If I really thought this was a genuine option, my criticism would be muted to be honest. I’m terrified of the prospect of Jack Straw being pushed into announcing it, getting mauled by the media, the Tories and his own rebellious backbenchers, and eventually, after much kerfuffle, kicking it back into the long grass. That has, broadly speaking, been the post-2000 story of Labour’s constitutional renewal programme and everything we’ve seen in recent months suggest they have less authority than they had a few years ago, and thus political capital to expend on this adventure.

    Electoral reform is not a great idea for a government to lead on when they are slumping in the opinion polls. Even if it isn’t a blatant act of gerrymandering, it is all too easy to present it as such. The argument that this is our last chance to get anything on the agenda is a seductive one but one we should be very wary of.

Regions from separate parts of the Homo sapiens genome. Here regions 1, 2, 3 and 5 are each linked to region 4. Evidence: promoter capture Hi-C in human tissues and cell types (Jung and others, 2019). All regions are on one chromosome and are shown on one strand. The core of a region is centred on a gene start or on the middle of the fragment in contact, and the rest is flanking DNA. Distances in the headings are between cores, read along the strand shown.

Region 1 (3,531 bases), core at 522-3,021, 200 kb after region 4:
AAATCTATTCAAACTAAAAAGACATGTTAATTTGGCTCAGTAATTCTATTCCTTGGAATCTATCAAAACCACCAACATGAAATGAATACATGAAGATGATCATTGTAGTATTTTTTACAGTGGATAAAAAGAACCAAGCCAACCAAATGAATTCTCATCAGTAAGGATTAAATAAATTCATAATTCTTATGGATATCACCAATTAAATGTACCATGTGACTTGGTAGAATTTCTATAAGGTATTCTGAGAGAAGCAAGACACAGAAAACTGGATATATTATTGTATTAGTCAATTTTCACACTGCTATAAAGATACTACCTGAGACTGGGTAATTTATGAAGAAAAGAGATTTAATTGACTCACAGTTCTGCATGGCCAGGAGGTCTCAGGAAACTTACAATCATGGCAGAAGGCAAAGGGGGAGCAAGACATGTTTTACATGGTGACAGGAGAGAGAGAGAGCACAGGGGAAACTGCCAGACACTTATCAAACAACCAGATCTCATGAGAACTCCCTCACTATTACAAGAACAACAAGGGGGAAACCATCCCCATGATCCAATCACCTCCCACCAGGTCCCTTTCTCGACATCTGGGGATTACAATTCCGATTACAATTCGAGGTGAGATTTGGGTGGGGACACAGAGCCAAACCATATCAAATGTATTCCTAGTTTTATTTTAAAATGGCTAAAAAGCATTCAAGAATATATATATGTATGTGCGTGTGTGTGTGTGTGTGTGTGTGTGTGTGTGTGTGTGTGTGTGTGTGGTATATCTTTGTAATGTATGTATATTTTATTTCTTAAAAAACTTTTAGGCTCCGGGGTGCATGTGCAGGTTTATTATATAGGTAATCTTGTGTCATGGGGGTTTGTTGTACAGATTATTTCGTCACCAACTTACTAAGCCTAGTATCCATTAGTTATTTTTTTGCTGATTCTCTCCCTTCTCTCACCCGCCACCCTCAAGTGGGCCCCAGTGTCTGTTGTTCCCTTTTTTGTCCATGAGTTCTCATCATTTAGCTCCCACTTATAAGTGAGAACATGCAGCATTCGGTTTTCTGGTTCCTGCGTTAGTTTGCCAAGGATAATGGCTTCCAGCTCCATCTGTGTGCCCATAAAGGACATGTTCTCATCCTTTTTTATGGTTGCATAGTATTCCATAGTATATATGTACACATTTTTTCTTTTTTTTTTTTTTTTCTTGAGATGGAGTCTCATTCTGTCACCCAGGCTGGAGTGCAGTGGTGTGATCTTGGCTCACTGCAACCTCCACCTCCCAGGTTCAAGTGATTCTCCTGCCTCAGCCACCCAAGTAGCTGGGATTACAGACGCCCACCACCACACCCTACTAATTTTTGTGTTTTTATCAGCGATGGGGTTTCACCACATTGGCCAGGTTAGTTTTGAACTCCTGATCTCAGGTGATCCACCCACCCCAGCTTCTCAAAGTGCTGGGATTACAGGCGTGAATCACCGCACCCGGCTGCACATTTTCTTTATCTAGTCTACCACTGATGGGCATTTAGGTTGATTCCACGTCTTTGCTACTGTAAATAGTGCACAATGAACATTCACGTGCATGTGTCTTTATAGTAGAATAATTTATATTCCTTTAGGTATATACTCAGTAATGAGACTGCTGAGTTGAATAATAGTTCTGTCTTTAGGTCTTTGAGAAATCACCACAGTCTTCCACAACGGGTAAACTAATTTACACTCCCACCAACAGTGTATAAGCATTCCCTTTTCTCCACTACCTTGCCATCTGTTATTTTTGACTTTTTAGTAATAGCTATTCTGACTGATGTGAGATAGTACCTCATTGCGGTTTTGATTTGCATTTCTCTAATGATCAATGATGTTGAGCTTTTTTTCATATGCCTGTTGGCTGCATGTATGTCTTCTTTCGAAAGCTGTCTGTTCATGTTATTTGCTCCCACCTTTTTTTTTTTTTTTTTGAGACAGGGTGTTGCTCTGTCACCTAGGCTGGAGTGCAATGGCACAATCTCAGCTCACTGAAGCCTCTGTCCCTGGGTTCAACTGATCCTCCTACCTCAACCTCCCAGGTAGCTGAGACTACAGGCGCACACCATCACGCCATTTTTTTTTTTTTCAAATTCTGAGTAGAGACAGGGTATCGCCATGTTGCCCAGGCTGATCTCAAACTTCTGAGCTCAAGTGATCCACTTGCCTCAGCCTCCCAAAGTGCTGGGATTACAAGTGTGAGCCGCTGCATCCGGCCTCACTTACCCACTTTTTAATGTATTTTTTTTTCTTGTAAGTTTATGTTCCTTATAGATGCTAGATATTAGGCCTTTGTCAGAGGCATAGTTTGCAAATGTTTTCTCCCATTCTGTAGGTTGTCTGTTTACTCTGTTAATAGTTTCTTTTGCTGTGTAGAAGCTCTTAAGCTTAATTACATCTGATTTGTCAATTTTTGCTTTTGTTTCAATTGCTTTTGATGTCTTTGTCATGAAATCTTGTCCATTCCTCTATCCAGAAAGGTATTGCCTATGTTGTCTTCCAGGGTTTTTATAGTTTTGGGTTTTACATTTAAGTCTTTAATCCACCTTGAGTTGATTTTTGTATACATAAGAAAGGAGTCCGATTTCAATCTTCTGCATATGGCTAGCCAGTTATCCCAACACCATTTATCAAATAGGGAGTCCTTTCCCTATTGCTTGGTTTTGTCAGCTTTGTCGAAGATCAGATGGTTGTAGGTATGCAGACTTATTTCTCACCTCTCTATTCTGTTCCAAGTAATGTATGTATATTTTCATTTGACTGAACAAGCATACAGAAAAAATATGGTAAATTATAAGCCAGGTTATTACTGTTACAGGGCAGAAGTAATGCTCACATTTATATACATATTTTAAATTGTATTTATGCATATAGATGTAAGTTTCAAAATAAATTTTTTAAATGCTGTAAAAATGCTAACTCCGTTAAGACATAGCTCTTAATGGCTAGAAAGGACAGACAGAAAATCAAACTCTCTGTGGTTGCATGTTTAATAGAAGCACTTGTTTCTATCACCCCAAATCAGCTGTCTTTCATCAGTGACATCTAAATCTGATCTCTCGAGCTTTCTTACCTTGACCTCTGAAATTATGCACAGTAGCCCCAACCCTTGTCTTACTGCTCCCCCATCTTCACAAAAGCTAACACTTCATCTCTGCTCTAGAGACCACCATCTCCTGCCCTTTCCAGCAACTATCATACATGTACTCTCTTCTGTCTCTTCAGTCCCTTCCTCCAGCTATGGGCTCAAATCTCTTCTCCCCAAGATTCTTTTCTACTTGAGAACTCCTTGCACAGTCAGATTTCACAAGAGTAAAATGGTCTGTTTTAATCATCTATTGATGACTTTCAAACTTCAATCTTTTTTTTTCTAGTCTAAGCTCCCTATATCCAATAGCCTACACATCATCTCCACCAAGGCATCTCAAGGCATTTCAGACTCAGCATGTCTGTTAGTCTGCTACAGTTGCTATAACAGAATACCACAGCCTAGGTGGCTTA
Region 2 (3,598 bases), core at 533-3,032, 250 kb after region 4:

6. SO…we resign ourselves to an indefinite continuation of FPTP at Westminster; or we keep our fingers crossed and hope that there is a hung parliament at the next election AND that the LibDems under Nick Clegg will still be keen enough on STV to “blackmail” either Labour or the Tories into reform as the price of coalition.

  7. …and even if Clegg did make STV the price of a coalition, would you really see either main party jumping at it? I would’ve thought the very most that Labour would concede would be STV for Lords, AV for Commons, and STV for local government in England (though possibly not Wales – they would try to cop out of that by devolving it to the Assembly).